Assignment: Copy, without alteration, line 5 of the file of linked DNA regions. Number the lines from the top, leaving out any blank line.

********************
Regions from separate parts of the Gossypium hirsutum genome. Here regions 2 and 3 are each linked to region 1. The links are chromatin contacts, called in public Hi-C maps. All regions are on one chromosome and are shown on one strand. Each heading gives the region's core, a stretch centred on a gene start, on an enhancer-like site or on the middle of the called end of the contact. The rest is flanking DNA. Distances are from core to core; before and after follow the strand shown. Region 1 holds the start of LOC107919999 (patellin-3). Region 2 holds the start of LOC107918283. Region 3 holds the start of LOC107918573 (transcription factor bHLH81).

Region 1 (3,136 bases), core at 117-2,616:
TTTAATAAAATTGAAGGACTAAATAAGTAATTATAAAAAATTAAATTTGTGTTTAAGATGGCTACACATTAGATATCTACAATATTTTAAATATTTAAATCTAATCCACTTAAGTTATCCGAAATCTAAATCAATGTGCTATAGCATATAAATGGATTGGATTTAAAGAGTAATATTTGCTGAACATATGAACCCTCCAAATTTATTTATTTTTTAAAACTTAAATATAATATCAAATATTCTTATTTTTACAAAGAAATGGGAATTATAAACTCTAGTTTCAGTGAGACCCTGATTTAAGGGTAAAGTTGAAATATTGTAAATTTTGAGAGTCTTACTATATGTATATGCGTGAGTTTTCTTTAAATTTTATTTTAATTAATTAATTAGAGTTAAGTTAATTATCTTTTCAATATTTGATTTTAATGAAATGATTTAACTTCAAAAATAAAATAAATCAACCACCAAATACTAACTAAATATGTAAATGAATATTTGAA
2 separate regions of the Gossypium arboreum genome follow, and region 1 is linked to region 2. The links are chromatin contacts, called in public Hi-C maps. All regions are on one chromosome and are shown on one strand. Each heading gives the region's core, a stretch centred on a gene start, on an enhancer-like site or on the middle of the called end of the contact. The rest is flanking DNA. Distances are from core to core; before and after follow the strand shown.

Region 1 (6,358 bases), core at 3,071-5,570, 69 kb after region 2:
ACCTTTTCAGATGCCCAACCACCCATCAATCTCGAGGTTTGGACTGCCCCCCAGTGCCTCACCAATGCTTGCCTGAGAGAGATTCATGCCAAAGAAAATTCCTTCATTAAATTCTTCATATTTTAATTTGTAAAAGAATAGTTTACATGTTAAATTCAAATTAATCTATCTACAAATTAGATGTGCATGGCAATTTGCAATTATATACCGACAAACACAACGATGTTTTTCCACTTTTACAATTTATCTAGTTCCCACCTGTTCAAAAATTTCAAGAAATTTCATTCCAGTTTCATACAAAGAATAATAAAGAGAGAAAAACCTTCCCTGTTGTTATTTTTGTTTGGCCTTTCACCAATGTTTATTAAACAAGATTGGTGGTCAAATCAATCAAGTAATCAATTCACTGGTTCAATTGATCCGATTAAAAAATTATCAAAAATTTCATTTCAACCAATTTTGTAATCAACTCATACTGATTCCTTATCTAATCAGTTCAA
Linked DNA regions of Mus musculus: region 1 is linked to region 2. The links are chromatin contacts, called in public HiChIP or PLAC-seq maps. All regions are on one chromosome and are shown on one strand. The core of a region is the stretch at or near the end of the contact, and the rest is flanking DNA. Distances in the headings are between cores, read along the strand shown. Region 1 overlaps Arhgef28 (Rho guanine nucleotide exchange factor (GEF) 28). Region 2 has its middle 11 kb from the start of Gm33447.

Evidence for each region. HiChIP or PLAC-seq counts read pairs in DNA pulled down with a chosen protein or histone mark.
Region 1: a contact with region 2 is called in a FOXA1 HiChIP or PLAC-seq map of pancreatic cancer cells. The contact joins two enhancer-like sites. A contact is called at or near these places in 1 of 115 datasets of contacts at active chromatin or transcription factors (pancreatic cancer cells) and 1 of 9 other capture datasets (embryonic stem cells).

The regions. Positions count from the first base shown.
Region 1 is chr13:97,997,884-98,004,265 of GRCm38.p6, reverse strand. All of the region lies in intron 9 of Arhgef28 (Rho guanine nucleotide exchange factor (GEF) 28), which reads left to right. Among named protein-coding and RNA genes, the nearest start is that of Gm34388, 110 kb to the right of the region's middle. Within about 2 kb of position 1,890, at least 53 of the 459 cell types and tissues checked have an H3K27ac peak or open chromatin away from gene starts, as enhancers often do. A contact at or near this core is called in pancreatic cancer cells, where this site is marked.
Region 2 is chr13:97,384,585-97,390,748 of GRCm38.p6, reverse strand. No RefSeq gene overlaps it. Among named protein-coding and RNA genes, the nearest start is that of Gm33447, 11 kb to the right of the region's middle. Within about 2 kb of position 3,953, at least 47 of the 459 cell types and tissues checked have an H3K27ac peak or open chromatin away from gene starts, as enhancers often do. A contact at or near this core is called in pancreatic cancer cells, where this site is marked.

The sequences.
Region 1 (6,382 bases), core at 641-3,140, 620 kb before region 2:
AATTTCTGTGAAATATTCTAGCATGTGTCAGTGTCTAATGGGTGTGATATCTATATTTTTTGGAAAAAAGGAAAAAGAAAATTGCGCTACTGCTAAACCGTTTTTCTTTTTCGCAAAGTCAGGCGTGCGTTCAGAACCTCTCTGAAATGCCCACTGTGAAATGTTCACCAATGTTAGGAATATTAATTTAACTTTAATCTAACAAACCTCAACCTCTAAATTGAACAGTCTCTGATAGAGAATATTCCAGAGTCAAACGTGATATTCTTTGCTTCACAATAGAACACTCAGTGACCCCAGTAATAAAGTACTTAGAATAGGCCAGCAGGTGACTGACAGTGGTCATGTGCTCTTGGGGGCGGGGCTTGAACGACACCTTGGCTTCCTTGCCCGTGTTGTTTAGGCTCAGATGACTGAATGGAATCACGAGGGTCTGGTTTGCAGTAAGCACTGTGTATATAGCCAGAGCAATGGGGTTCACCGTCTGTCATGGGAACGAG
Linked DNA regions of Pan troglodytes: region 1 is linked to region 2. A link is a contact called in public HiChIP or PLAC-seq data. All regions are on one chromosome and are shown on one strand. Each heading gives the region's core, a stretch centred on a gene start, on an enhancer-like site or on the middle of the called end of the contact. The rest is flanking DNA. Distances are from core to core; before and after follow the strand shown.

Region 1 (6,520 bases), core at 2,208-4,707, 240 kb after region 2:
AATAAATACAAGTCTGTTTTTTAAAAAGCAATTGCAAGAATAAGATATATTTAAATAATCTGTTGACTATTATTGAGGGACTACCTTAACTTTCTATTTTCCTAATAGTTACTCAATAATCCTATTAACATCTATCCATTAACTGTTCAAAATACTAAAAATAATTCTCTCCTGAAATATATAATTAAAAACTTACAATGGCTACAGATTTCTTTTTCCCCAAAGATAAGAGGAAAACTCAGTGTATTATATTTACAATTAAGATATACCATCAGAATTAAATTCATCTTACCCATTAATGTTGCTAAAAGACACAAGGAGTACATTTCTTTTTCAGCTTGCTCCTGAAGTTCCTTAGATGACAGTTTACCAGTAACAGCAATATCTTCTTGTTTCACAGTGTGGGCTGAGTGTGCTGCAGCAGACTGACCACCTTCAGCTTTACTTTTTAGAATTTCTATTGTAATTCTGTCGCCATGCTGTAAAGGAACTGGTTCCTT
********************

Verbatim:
Region 1 (6,358 bases), core at 3,071-5,570, 69 kb after region 2: